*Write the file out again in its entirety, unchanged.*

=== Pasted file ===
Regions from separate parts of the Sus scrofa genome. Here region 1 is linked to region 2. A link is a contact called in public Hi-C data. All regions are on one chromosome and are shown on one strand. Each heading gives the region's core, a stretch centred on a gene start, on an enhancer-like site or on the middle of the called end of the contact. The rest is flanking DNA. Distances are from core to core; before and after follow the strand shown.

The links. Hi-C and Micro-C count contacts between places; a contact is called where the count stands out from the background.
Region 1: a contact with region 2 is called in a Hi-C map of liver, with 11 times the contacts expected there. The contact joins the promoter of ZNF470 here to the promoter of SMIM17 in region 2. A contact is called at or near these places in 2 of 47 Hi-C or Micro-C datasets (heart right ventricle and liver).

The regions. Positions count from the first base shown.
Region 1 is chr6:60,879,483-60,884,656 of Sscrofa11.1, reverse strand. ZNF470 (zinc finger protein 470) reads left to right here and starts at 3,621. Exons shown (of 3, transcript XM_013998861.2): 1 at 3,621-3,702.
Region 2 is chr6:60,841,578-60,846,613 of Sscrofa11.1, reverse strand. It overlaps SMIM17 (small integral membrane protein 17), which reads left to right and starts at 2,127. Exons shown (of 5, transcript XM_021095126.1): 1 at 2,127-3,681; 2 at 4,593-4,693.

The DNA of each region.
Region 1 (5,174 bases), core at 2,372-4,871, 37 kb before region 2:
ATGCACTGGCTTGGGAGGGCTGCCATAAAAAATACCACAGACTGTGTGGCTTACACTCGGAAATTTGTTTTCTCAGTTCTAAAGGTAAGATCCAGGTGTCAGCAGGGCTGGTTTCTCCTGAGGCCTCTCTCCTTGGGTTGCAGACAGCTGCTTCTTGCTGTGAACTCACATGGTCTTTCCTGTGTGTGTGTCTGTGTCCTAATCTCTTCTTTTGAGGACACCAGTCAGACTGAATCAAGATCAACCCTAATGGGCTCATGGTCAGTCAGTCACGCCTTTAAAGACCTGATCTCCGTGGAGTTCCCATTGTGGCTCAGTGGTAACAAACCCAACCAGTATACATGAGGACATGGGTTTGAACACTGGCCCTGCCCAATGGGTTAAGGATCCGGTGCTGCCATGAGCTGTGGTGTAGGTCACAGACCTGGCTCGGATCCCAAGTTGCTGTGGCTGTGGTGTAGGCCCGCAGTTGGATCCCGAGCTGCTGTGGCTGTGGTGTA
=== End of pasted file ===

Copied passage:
Regions from separate parts of the Sus scrofa genome. Here region 1 is linked to region 2. A link is a contact called in public Hi-C data. All regions are on one chromosome and are shown on one strand. Each heading gives the region's core, a stretch centred on a gene start, on an enhancer-like site or on the middle of the called end of the contact. The rest is flanking DNA. Distances are from core to core; before and after follow the strand shown.

The links. Hi-C and Micro-C count contacts between places; a contact is called where the count stands out from the background.
Region 1: a contact with region 2 is called in a Hi-C map of liver, with 11 times the contacts expected there. The contact joins the promoter of ZNF470 here to the promoter of SMIM17 in region 2. A contact is called at or near these places in 2 of 47 Hi-C or Micro-C datasets (heart right ventricle and liver).

The regions. Positions count from the first base shown.
Region 1 is chr6:60,879,483-60,884,656 of Sscrofa11.1, reverse strand. ZNF470 (zinc finger protein 470) reads left to right here and starts at 3,621. Exons shown (of 3, transcript XM_013998861.2): 1 at 3,621-3,702.
Region 2 is chr6:60,841,578-60,846,613 of Sscrofa11.1, reverse strand. It overlaps SMIM17 (small integral membrane protein 17), which reads left to right and starts at 2,127. Exons shown (of 5, transcript XM_021095126.1): 1 at 2,127-3,681; 2 at 4,593-4,693.

The DNA of each region.
Region 1 (5,174 bases), core at 2,372-4,871, 37 kb before region 2:
ATGCACTGGCTTGGGAGGGCTGCCATAAAAAATACCACAGACTGTGTGGCTTACACTCGGAAATTTGTTTTCTCAGTTCTAAAGGTAAGATCCAGGTGTCAGCAGGGCTGGTTTCTCCTGAGGCCTCTCTCCTTGGGTTGCAGACAGCTGCTTCTTGCTGTGAACTCACATGGTCTTTCCTGTGTGTGTGTCTGTGTCCTAATCTCTTCTTTTGAGGACACCAGTCAGACTGAATCAAGATCAACCCTAATGGGCTCATGGTCAGTCAGTCACGCCTTTAAAGACCTGATCTCCGTGGAGTTCCCATTGTGGCTCAGTGGTAACAAACCCAACCAGTATACATGAGGACATGGGTTTGAACACTGGCCCTGCCCAATGGGTTAAGGATCCGGTGCTGCCATGAGCTGTGGTGTAGGTCACAGACCTGGCTCGGATCCCAAGTTGCTGTGGCTGTGGTGTAGGCCCGCAGTTGGATCCCGAGCTGCTGTGGCTGTGGTGTA